I pray you are having a blessed Eastertide.
As you know, this is a bittersweet time for the HLI family. Having lost our friend and mentor, Monsignor Barreiro, on Holy Thursday, it has been a time of mourning even as we remember his courageous life during the most triumphant season of the Liturgical Year.
On Easter Monday I traveled to Norwalk, Connecticut with Dr. Brian Clowes and our network manager, John Fusto. The next morning we were due to participate in Monsignor Barreiro’s Requiem Mass and internment in Saint John’s Cemetery in Norwalk.
The Requiem Mass and sacred music were beautiful! Monsignor, who planned his services, would have been very pleased. Anyone who knew him knew of the reverence he had for the Mass, especially in its traditional form, and how he valued the solemnity and precision of a Mass celebrated well.
The Mass was well attended by Monsignor’s friends and the parishioners of Saint Mary’s Parish. I was very happy to see so many people.
After our return, I spoke with the Dominican Sisters at Rosary Hill Home, where Monsignor was cared for at the end of his life, to thank them for their care of Monsignor. Despite the short length of his stay with the Sisters, Monsignor made a lasting impression on them and the staff. The Sisters shared stories about Monsignor’s prayerfulness, humility and heroic example during his end-of-life journey. One Sister said he gave a powerful witness to the power of trusting God. They were happy to be of service during his final days, just as we are deeply grateful for their kindness and faithfulness in their vocation.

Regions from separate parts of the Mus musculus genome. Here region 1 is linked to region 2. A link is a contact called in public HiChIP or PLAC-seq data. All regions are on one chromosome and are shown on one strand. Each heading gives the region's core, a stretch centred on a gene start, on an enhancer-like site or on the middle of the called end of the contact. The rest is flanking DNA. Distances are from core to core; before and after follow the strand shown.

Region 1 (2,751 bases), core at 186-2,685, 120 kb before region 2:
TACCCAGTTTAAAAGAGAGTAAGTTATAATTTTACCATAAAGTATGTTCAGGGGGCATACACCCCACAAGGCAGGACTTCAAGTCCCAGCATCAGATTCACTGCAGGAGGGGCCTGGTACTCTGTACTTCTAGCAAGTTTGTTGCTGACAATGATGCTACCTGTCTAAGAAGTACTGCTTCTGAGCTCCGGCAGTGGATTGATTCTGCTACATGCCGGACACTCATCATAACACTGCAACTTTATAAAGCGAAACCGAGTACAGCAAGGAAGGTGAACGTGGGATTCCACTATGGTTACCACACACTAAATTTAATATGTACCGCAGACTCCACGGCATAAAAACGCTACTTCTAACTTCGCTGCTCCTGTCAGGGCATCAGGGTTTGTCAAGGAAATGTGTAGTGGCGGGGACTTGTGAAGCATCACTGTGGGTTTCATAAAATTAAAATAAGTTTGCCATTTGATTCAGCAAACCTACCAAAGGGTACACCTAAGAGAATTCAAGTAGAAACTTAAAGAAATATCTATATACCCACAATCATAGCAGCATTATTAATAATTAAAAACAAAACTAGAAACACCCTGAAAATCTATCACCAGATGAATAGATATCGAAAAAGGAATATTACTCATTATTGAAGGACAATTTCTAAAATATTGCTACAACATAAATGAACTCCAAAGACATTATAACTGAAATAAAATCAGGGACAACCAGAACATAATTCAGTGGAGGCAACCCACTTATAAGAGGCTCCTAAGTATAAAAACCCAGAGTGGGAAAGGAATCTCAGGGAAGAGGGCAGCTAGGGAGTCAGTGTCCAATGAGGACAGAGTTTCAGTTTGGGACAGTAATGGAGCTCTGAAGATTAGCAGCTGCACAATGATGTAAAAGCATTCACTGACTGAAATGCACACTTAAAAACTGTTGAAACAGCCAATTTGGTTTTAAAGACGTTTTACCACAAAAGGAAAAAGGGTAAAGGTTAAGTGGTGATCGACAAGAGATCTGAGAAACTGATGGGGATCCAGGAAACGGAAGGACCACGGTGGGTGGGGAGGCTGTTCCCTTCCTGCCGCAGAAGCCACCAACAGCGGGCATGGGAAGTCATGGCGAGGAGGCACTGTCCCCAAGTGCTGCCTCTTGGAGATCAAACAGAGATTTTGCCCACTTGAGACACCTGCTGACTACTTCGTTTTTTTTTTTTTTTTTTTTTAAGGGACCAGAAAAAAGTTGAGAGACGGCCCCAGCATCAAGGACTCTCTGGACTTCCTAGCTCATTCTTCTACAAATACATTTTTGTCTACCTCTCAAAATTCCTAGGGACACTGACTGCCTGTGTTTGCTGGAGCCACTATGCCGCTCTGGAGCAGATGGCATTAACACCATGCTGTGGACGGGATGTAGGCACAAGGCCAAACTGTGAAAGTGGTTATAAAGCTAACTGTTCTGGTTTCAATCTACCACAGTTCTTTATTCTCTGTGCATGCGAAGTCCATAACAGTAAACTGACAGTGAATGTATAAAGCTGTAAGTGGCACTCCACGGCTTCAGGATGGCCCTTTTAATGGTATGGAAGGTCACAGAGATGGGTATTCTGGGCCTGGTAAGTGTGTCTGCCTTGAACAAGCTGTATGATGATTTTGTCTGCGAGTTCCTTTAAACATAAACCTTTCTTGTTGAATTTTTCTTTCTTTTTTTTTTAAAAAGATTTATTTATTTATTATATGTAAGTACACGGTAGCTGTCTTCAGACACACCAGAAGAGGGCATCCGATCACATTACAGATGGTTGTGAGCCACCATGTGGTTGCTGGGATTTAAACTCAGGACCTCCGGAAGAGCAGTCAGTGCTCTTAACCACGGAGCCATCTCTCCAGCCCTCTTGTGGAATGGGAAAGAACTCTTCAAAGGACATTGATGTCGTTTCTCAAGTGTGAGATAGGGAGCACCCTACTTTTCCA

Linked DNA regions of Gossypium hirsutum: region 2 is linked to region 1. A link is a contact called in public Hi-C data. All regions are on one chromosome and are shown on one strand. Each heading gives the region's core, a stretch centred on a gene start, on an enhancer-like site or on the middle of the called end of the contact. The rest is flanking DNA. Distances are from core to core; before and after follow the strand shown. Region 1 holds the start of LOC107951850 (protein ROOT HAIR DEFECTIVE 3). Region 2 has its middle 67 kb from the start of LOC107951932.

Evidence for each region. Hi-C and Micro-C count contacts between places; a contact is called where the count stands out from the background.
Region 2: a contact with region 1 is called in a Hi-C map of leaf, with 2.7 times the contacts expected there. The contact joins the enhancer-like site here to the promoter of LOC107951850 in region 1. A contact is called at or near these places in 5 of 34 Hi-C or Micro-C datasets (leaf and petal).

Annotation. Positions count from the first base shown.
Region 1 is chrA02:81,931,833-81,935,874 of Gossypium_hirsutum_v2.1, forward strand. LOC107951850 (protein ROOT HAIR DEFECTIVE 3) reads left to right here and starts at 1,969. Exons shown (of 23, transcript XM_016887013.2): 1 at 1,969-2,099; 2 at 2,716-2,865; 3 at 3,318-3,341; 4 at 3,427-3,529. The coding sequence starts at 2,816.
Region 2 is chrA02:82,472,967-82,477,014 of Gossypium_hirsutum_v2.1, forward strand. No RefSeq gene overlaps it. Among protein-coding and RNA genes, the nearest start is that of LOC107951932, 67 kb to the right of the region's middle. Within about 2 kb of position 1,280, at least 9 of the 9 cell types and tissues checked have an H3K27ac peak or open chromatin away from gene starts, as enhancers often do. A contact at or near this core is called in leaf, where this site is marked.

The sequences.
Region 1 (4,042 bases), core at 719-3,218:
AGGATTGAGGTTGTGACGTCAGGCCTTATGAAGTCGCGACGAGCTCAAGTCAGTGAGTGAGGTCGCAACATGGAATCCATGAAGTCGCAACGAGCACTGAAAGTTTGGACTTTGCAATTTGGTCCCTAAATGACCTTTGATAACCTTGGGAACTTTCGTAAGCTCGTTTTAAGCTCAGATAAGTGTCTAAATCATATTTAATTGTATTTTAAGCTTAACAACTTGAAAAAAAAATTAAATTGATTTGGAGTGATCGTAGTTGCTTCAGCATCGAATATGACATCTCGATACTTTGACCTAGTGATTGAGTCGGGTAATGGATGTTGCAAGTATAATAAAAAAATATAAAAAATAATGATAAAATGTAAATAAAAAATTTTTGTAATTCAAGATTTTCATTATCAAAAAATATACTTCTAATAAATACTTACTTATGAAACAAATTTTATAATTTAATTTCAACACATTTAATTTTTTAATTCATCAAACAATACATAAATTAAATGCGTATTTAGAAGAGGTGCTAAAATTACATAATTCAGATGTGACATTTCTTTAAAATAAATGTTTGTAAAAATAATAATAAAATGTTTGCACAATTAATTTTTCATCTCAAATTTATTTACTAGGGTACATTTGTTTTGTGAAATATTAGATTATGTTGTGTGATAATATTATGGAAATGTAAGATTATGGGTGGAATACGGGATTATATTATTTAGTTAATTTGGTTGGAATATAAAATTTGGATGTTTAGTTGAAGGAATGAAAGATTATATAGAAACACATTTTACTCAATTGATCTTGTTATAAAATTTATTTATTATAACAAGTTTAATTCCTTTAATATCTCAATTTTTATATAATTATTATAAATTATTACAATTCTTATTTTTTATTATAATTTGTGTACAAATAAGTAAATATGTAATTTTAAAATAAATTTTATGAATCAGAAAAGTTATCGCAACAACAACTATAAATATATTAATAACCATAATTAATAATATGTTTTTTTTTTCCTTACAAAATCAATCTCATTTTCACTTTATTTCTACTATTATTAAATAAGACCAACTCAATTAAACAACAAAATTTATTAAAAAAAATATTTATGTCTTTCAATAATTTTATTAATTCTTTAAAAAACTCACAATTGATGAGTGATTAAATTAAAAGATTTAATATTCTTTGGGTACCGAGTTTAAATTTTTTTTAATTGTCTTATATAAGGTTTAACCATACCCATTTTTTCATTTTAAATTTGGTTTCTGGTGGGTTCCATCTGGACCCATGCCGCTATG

It has been a difficult time for the HLI family with many deaths of family members over the last couple of months. Not too long ago we published a reflection from Dr. Joseph Meaney on the end of his father’s life called “A Good Death.” The same could be said of Monsignor’s passing, as he had much time to prepare, and impressed many people with his willingness to seek treatment, while totally trusting in God’s will for him and praying for peace and acceptance. When it became clear that the end of his earthly journey was near, he was at great peace, and was even able to receive some visitors, including his long time friend, Raymond Cardinal Burke.
Cardinal Burke knew well his friend’s love for the Holy Mass and his passion for the defense of life—traits which they both shared in great measure.
I think it could be fairly said that Monsignor had a good death, one that as a scholar and faithful Catholic he learned as an art from his study of the saints and from his service to others. I think there is an art to dying, which is harmonious with the art of living, both requiring in the end that each of us put God first and conform our will to His.
After the Requiem Mass I was able to meet some of Monsignor’s friends, and heard a remarkable story about his passion for the defense of human life. When he was still serving as parochial vicar in the Archdiocese of New York in 1989, Monsignor became alarmed at the number of posters advertising abortion services on the walls of subway stations. With a friend, he decided to do something about it. Late one night, Monsignor (then Father Barreiro) and his friend traveled up and down the subway lines ripping these posters from the walls.
Way to go, Father Barreiro! Would that more priests had this passion and determination.
I would like to thank you all again for your prayers for Monsignor. I was able to talk to him a few hours before he died and expressed to him our love and gratitude. He was very weak and unable to respond, but I know that he was aware of all the prayers being offered for him.
Let us continue to remember Monsignor in our prayers and thank God for the gift of his life. And, like Monsignor, let us all strive to live a life in truth in love, putting God first, and conforming to His will with trust and a joyful spirit.